Sophie Braslau was a leading contralto who debuted at the Metropolitan Opera in New York at age eleven.
She was born in New York City on August 16, 1902, the daughter of Dr. Abel and Alexandra (Goodelman) Braslau. Her parents, both from Russia, recognized early on the musical talent of their only child. Her father was on friendly terms with many musicians and often hosted visiting virtuosi. Sophie Braslau acknowledged that her musical inspiration came from a performance by soprano Alma Gluck at the old Mendelssohn Hall.
Her early musical training, which began at age five, was directed to becoming a concert pianist. She graduated from the Institute of Musical Art and continued under the training of Alexander Lambert, noted sponsor of young musical geniuses.
Signor A. Buzzi-Pecci, a voice teacher, who was often a visitor at the Braslau home, heard Sophie humming during piano practice. At the maestro’s request, she sang, and he exclaimed, “Ah, here you have a contralto of operatic caliber, doctor, without knowing it.” She studied three years with Buzzi-Pecci, then with Madame Marcella Sembrich, Gabriele Sibella, Herbert Witherspoon, Mari Marafioti, and others.
When she auditioned at the Metropolitan Opera with a group of seventeen other hopefuls, she won instant recognition and was granted a five-year contract.
She made her first appearance in a minor, off-stage voice role in Parsifal in 1913. Her real debut at the Metropolitan Opera House in New York occurred on November 28, 1913, when she sang the role of the Tsarevitch Feodora in Mussorgsky’s Boris Godunov. The following year, she performed the part of Mercedes in the revival of Carmen that Toscanini conducted in 1914. She performed in Leoni’s L’Oracolo, Zandonai’s Francesca da Rimini, Mozart’s Die Zauberflöte, and Rimsky-Korsakov’s Le Coq d’Or. She was lauded for her title role at the Met on March 23, 1918, in the world premiere of the opera Shanewis by Charles Wakefield Cadman. Her repertoire included all the standard operas in English, Russian, French, German, and Italian. She retired from opera in 1920.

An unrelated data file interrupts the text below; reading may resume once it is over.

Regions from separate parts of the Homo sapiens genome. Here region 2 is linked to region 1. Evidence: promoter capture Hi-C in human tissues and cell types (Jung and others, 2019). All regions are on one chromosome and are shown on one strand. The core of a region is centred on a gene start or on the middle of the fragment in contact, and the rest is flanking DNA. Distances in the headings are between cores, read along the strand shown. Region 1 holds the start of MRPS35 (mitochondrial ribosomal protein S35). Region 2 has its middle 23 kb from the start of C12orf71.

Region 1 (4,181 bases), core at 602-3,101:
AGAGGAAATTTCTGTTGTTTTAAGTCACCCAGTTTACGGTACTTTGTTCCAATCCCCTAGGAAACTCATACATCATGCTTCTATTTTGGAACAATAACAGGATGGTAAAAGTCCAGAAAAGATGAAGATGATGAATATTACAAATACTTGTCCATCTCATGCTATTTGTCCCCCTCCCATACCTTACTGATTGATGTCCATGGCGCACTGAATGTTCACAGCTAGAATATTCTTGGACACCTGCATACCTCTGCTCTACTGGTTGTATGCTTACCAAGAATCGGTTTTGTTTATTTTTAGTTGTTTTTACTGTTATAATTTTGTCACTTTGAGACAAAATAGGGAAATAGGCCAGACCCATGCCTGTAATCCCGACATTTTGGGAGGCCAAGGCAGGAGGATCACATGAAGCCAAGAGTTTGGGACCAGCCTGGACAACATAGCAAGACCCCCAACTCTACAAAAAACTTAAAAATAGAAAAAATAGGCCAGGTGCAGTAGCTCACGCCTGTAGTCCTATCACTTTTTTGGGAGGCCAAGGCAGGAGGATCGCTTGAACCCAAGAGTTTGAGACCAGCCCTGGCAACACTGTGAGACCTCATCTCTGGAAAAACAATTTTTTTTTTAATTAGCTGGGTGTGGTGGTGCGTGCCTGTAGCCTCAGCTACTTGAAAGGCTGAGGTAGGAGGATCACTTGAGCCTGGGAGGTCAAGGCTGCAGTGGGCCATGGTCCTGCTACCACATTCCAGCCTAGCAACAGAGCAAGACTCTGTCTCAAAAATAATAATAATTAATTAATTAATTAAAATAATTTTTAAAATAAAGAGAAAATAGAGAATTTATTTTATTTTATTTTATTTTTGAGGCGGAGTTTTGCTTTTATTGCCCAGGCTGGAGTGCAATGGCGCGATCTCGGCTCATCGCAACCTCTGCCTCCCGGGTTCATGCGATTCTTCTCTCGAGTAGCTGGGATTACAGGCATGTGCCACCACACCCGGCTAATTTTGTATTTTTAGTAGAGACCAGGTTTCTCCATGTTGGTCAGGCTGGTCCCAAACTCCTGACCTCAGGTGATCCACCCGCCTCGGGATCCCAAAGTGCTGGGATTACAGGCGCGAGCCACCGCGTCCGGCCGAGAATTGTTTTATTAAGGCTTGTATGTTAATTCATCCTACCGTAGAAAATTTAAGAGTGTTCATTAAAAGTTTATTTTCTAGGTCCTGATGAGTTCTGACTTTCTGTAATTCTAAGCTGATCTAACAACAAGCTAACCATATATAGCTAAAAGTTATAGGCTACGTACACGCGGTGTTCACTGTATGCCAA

Sophie Braslau was also part of the so-called Victor Quartet, which made operatic recordings. Her Yiddish records “Eli, Eli” (which was also popularized by Belle Baker) and “Yahrzeit” sold for $1.75 each in 1921. By 1926, she had toured the United States at least five times, appearing as a soloist with various symphony orchestras and at leading music festivals. She sang at fund-raisers such as the Omaha Hebrew Club campaign in 1921 to raise money for Jewish war sufferers. She toured Canada and the principal cities of Europe. Her last appearances were with the Philharmonic Society of New York in 1934.
She died on December 22, 1935, at age thirty-three. She had been ill for almost two years and bedridden for six months. Her eulogy was read by Olin Downes, the music critic of the New York Times. Among the honorary pallbearers were fellow musicians Sergey Rachmaninoff, Jascha Heifetz, Fritz Reiner, and José Iturbi.
AJYB 24:124, 38:426; BEOAJ; Braslau, Sophie. Manuscript collection. Brooklyn Public Library, and Papers. Music Division, New York Public Library; DAB 1; NAW; Obituary. NYTimes, December 23, 1935, 19:1; UJE; WWIAJ (1926, 1938); WWWIA 1.
How to cite this page
Pollak, Oliver B.. "Sophie Braslau." Jewish Women: A Comprehensive Historical Encyclopedia. 1 March 2009. Jewish Women's Archive. (Viewed on September 2, 2014) <http://jwa.org/encyclopedia/article/braslau-sophie>.